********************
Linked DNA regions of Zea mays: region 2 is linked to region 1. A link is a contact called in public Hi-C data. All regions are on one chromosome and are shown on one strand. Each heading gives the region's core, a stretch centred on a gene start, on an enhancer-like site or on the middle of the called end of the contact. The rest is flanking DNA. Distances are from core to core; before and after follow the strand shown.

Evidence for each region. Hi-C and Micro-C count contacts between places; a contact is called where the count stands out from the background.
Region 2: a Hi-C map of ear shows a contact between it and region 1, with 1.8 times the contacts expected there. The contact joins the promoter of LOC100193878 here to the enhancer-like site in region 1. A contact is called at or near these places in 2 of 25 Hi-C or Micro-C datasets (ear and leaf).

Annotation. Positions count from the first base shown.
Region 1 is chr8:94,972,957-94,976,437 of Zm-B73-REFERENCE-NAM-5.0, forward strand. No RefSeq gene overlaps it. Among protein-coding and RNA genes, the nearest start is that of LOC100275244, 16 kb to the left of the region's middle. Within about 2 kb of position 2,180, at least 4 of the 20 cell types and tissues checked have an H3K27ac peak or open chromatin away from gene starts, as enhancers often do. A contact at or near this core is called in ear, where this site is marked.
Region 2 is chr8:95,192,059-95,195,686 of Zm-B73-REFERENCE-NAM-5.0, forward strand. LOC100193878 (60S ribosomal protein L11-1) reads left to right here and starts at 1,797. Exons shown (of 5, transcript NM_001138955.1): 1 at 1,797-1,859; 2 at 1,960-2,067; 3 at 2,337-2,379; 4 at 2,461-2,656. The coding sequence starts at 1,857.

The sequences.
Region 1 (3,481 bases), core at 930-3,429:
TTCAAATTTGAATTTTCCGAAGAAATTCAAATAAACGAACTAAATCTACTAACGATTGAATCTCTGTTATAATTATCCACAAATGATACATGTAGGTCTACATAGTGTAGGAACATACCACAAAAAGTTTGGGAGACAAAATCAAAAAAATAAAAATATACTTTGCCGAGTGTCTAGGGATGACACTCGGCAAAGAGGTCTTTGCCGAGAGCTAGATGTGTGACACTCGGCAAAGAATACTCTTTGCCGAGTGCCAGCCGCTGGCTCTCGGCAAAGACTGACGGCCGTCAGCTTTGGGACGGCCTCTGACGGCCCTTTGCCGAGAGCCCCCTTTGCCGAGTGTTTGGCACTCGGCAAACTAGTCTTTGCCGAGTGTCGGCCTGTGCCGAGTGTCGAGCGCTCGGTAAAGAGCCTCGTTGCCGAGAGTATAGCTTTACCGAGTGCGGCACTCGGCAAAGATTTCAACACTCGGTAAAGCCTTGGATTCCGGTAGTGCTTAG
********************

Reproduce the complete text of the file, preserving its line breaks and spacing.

Linked DNA regions of Zea mays: region 2 is linked to region 1. A link is a contact called in public Hi-C data. All regions are on one chromosome and are shown on one strand. Each heading gives the region's core, a stretch centred on a gene start, on an enhancer-like site or on the middle of the called end of the contact. The rest is flanking DNA. Distances are from core to core; before and after follow the strand shown.

Evidence for each region. Hi-C and Micro-C count contacts between places; a contact is called where the count stands out from the background.
Region 2: a Hi-C map of ear shows a contact between it and region 1, with 1.8 times the contacts expected there. The contact joins the promoter of LOC100193878 here to the enhancer-like site in region 1. A contact is called at or near these places in 2 of 25 Hi-C or Micro-C datasets (ear and leaf).

Annotation. Positions count from the first base shown.
Region 1 is chr8:94,972,957-94,976,437 of Zm-B73-REFERENCE-NAM-5.0, forward strand. No RefSeq gene overlaps it. Among protein-coding and RNA genes, the nearest start is that of LOC100275244, 16 kb to the left of the region's middle. Within about 2 kb of position 2,180, at least 4 of the 20 cell types and tissues checked have an H3K27ac peak or open chromatin away from gene starts, as enhancers often do. A contact at or near this core is called in ear, where this site is marked.
Region 2 is chr8:95,192,059-95,195,686 of Zm-B73-REFERENCE-NAM-5.0, forward strand. LOC100193878 (60S ribosomal protein L11-1) reads left to right here and starts at 1,797. Exons shown (of 5, transcript NM_001138955.1): 1 at 1,797-1,859; 2 at 1,960-2,067; 3 at 2,337-2,379; 4 at 2,461-2,656. The coding sequence starts at 1,857.

The sequences.
Region 1 (3,481 bases), core at 930-3,429:
TTCAAATTTGAATTTTCCGAAGAAATTCAAATAAACGAACTAAATCTACTAACGATTGAATCTCTGTTATAATTATCCACAAATGATACATGTAGGTCTACATAGTGTAGGAACATACCACAAAAAGTTTGGGAGACAAAATCAAAAAAATAAAAATATACTTTGCCGAGTGTCTAGGGATGACACTCGGCAAAGAGGTCTTTGCCGAGAGCTAGATGTGTGACACTCGGCAAAGAATACTCTTTGCCGAGTGCCAGCCGCTGGCTCTCGGCAAAGACTGACGGCCGTCAGCTTTGGGACGGCCTCTGACGGCCCTTTGCCGAGAGCCCCCTTTGCCGAGTGTTTGGCACTCGGCAAACTAGTCTTTGCCGAGTGTCGGCCTGTGCCGAGTGTCGAGCGCTCGGTAAAGAGCCTCGTTGCCGAGAGTATAGCTTTACCGAGTGCGGCACTCGGCAAAGATTTCAACACTCGGTAAAGCCTTGGATTCCGGTAGTGCTTAG